Today's post is a virtual tour of Colonial Williamsburg. Many thanks to Christie Partee for sharing her words and photos. This living museum has definitely been added to my "to do" list!
A Visit to Colonial Williamsburg
by Christie Partee
Over Labor Day weekend, my husband, our mothers and I visited Colonial Williamsburg in Virginia. It is the nation’s oldest and largest living history museum, and is the actual city of Williamsburg, the colonial capitol of Virginia. There are eighty eight restored buildings in the site, and the museum’s goal is to recreate a day in colonial Virginia as closely as possible. In addition to daily activities, such as the Fifes & Drum Corps marches and readings of the Declaration of Independence, there are costumed characters walking the streets and working in various colonial trade shops (weavers, blacksmith, apothecary, etc.). And there are a LOT of horses! This is especially noticeable during the hot, humid Virginia summer weather during our visit. When we first arrived in town, my mother and I both took a deep breath and she said, “It smells like horses here!” Visitors can’t help but notice the horses as there are carriages and wagons being driven through the streets, and the occasional ridden horse, too. We found it ironically funny that CW even leaves the manure in the streets (they are cleaned overnight) to add to the “ambiance” of the era!
Before a visit to CW, it’s highly recommended to study the website and familiarize yourself with the day’s events, activities, and the available special tours. One special tour, called “Bits and Bridles” is only given once a week, and is only available to CW Annual Pass holders and hotel guests, and reservations for the tour must be made in advance. The website said the tour offered a “behind the scenes” view of the CW stables and carriage operations, as well as their Rare Breeds program. Of course, as soon as I saw this tour on the website, I called ahead and added it to our reservations! So, on 1:00 Saturday afternoon, I found myself surrounded by 24 other horse lovers, eager to get a view of the CW stables. Our tour guide was a nice volunteer who was very well-informed about CW’s operations.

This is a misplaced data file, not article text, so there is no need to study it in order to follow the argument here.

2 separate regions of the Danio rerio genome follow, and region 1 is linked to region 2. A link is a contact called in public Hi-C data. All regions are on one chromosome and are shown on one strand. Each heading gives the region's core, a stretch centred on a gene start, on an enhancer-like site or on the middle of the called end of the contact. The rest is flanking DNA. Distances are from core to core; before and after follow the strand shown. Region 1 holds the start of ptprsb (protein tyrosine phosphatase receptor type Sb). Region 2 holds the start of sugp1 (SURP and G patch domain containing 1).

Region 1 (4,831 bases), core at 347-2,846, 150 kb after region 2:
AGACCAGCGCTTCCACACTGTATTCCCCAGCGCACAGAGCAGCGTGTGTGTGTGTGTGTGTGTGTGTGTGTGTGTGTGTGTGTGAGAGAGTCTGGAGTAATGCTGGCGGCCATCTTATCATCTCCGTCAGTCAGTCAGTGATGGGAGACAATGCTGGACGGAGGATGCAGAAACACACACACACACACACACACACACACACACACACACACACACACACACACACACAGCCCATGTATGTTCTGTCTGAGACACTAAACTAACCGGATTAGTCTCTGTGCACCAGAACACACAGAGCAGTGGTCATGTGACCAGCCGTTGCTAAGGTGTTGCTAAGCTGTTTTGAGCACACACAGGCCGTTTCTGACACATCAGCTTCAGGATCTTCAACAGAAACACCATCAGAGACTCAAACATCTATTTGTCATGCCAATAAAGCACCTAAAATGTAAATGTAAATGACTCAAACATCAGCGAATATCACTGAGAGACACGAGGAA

Obviously, an operation on the level of CW is going to have a very impressive barn, and it was indeed very nice.The ceiling fans kept a good breeze going, and even on a hot day, it was surprisingly cool in the barn. Most of the horses are kept in paddocks surrounding the barn overnight and on their days off, and when they are brought in the barn to be saddled/harnessed, they have box stalls and a few straight stalls (visible on the left side of the barn). The tour guide said they also use the straight stalls for the sheep during spring lambing by adding a panel gate at the end of the stall. The tour was only given at 1 PM because that is the horses’ and drivers’ lunch break time on Saturdays, so all of the horses being used that day, as well as all of the vehicles, were on display in the barn.